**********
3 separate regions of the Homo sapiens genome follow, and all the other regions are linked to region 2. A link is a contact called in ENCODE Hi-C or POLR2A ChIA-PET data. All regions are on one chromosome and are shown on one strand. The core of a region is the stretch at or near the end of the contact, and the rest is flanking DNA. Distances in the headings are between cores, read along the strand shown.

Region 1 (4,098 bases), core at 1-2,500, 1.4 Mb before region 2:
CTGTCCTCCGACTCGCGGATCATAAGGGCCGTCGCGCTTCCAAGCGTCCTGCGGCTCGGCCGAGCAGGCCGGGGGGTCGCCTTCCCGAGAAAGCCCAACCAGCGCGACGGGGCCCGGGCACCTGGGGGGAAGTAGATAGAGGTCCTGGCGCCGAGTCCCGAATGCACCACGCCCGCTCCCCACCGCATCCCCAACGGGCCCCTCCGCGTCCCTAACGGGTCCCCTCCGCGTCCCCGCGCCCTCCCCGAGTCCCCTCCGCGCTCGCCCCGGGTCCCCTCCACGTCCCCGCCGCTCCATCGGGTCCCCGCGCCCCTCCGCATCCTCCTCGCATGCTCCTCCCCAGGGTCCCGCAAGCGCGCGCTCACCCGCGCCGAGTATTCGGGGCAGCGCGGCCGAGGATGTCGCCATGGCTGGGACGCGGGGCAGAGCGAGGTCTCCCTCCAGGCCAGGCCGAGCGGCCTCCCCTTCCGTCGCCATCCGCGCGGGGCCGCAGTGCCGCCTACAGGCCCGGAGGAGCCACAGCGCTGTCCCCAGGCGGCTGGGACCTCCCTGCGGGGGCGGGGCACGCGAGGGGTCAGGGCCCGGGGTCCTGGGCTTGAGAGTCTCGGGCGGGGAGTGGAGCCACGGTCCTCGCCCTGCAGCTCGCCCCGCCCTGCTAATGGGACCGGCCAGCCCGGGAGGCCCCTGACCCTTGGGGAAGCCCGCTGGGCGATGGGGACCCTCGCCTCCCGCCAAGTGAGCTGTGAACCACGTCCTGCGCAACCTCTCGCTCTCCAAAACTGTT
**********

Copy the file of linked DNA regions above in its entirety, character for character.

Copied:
3 separate regions of the Homo sapiens genome follow, and all the other regions are linked to region 2. A link is a contact called in ENCODE Hi-C or POLR2A ChIA-PET data. All regions are on one chromosome and are shown on one strand. The core of a region is the stretch at or near the end of the contact, and the rest is flanking DNA. Distances in the headings are between cores, read along the strand shown.

Region 1 (4,098 bases), core at 1-2,500, 1.4 Mb before region 2:
CTGTCCTCCGACTCGCGGATCATAAGGGCCGTCGCGCTTCCAAGCGTCCTGCGGCTCGGCCGAGCAGGCCGGGGGGTCGCCTTCCCGAGAAAGCCCAACCAGCGCGACGGGGCCCGGGCACCTGGGGGGAAGTAGATAGAGGTCCTGGCGCCGAGTCCCGAATGCACCACGCCCGCTCCCCACCGCATCCCCAACGGGCCCCTCCGCGTCCCTAACGGGTCCCCTCCGCGTCCCCGCGCCCTCCCCGAGTCCCCTCCGCGCTCGCCCCGGGTCCCCTCCACGTCCCCGCCGCTCCATCGGGTCCCCGCGCCCCTCCGCATCCTCCTCGCATGCTCCTCCCCAGGGTCCCGCAAGCGCGCGCTCACCCGCGCCGAGTATTCGGGGCAGCGCGGCCGAGGATGTCGCCATGGCTGGGACGCGGGGCAGAGCGAGGTCTCCCTCCAGGCCAGGCCGAGCGGCCTCCCCTTCCGTCGCCATCCGCGCGGGGCCGCAGTGCCGCCTACAGGCCCGGAGGAGCCACAGCGCTGTCCCCAGGCGGCTGGGACCTCCCTGCGGGGGCGGGGCACGCGAGGGGTCAGGGCCCGGGGTCCTGGGCTTGAGAGTCTCGGGCGGGGAGTGGAGCCACGGTCCTCGCCCTGCAGCTCGCCCCGCCCTGCTAATGGGACCGGCCAGCCCGGGAGGCCCCTGACCCTTGGGGAAGCCCGCTGGGCGATGGGGACCCTCGCCTCCCGCCAAGTGAGCTGTGAACCACGTCCTGCGCAACCTCTCGCTCTCCAAAACTGTT